Dozens of mechanics come from every bike shop in town to dedicate their time, tools and expertise just to fix broken bikes. With free music, games and a non-motorized transportation brainstorm area, everyone is encouraged to inject their vision and energy into the Missoula bike scene.
The festival is one of the many programs developed by Free Cycles, a brainchild of a handful of UM students, and marks the annual springtime dispersion of more than 30 Green Bikes into the community. The original mission of the Green Bikes program was to flood the street with reconditioned bicycles painted John Deere green. The bikes would remain unlocked, and could be ridden around town on a first-come, first-serve basis.
“With Green Bikes, we’re trying to get creative with unused bikes to make a difference with pollution, traffic and cultural creativity,” says Giordano, who is also a resource conservation graduate student. Even though theft and vandalism cuts the fleet of bikes by 25-50 percent every year, Giordano’s not dismayed. Missoula has carried a reputation as a bicycling Mecca for the last few decades.
“Missoula consistently ranks in biking magazines as one of the top bicycling cities in the country,” says Paul Adkins, web developer at Adventure Cycling, volunteer mechanic and wearer of a particularly funky bike haircut. “I moved to Missoula because of bicycling—it’s a legitimate means of getting around here.”
Supporting people with bike repair needs, The Free Cycles Community Bicycle Shop provides bicycle teachers, tools and parts for anyone who walks in the door.
Still, as a non-profit with an agenda no greater than getting people on bicycles and thinking about community, the program is temporarily shut down, having outgrown its current shop space and anxiously seeking a new home.
“We still have 475 bicycles on hand, and we need a community shop to get them back in the bike world,” says Giordano. With free bikes, free parts, free tools and free support, Free Cycles should soon be back up and rolling.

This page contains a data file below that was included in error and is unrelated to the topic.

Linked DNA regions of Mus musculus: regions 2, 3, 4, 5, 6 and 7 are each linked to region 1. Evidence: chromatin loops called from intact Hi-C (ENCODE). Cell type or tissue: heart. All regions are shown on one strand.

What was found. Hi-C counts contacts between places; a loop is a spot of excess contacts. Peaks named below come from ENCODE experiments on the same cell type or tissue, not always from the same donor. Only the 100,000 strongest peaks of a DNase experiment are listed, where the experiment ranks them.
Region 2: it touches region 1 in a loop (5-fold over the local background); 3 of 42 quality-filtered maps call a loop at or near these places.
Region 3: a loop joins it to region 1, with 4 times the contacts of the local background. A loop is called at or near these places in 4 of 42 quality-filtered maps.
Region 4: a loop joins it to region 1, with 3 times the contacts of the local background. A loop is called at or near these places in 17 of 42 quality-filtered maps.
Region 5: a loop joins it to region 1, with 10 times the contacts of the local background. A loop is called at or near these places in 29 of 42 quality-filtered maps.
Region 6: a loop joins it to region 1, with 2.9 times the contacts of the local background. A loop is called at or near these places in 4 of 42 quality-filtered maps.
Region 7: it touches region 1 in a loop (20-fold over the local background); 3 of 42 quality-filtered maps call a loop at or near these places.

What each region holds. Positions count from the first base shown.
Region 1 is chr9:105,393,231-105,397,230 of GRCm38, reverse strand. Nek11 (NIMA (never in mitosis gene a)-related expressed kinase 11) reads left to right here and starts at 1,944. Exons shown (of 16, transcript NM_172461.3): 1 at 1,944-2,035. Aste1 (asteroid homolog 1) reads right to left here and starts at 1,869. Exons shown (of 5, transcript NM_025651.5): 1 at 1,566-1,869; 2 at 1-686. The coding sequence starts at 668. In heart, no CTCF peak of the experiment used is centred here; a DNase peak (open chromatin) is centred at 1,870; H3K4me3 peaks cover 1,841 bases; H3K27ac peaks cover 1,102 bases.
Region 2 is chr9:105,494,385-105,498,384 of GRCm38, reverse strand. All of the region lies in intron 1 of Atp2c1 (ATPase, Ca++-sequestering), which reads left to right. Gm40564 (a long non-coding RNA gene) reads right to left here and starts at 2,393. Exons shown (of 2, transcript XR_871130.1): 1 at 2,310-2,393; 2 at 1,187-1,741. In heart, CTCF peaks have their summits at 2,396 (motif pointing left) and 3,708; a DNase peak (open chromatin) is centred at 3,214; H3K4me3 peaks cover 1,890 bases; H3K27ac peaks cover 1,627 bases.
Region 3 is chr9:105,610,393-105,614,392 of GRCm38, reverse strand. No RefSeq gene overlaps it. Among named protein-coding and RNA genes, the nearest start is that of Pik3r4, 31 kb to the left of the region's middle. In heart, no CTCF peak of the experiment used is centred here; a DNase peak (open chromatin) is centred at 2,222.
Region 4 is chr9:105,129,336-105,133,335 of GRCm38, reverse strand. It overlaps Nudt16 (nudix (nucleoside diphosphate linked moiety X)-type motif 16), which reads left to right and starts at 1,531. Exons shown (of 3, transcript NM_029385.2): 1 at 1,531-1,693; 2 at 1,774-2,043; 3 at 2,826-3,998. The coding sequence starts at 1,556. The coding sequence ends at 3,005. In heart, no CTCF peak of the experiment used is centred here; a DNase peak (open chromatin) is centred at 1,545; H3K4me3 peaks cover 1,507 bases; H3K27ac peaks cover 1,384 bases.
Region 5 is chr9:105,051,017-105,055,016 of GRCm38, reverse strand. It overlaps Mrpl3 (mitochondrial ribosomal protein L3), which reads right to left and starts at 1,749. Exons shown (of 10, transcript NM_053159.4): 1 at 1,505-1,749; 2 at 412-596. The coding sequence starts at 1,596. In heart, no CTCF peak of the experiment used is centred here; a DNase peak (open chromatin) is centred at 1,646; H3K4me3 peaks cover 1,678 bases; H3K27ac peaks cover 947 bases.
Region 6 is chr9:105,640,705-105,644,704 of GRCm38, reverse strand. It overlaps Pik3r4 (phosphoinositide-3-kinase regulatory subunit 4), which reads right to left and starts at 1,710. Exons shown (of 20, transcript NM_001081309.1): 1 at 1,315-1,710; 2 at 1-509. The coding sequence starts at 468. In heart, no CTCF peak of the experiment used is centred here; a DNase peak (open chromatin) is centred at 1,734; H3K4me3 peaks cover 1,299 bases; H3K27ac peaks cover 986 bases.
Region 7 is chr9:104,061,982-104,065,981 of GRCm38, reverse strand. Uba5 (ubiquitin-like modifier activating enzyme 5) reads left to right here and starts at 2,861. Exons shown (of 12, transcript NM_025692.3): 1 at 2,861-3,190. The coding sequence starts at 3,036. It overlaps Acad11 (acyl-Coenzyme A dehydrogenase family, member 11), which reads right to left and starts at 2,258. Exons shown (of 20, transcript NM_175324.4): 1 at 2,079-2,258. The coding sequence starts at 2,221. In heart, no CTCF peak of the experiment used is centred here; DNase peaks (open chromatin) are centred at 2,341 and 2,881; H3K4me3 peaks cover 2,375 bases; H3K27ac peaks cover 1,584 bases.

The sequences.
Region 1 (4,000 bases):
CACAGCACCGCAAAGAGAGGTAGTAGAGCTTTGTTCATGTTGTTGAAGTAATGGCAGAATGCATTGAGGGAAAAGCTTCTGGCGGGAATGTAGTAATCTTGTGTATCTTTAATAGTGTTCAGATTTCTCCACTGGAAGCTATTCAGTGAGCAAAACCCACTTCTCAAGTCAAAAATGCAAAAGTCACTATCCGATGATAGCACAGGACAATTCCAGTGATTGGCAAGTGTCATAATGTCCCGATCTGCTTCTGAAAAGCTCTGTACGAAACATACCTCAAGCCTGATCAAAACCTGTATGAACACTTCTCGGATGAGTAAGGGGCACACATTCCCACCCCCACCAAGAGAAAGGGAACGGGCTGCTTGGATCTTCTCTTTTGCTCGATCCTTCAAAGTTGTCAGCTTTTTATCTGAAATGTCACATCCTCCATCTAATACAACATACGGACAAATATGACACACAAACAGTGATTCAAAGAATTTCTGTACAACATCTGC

As of last week, 1,830 bikes have been recovered by Free Cycles Missoula. Of them, 800 have been given away, 105 have been turned into Green Bikes, 30 were given to Big Sky High School, (teachers at Big Sky have used these bikes to transport science classes to the Bitterroot River, and student volunteers have ridden to Fort Missoula to pull weeds,) 120 have been recycled as steel, 80 have been given to special projects (raffles, auctions, fundraisers,) 100 have been turned into art and sculptures, and 120 human-powered vehicles have been created from leftover parts (it often takes numerous bikes to make, say, a four-wheel bike designed for carrying cargo). The remaining 475 remain stacked at numerous locations around town, waiting for new owners to dedicate the one or two hours needed to rehabilitate them.
The future of Free Cycles is dependent on the space it occupies, says Giordano. It could be a bike factory, a transportation hub, an education center or just a community bike shop. “But somewhere in town, there’ll be a perfect fit,” he says. “Hopefully, someone will call with a space.”
The Cruiser Co-op
Responding to decades of complaints about parking, the University of Montana has developed an innovative program that allows students to check out brand-new bicycles for up to two days, just by presenting their Griz Card.
“The bikes are free!” says Nancy McKiddy, UM’s transportation specialist and coordinator of the ASUM Cruiser Co-op. “You can check out up to four when your family or friends come to town.”
With nearly half of the bikes in use just one week after they were made available, McKiddy believes the program will be successful at getting people on bikes and out of their cars. In the past, bringing a vehicle to campus has meant purchasing a parking permit and struggling to find a parking space everyday—a frustrating and often fruitless task.
“Parking is the number one complaint,” says McKiddy. “But no more parking is going to be built. It just gets filled up and still you have the same problems. It’s a lose-lose situation.”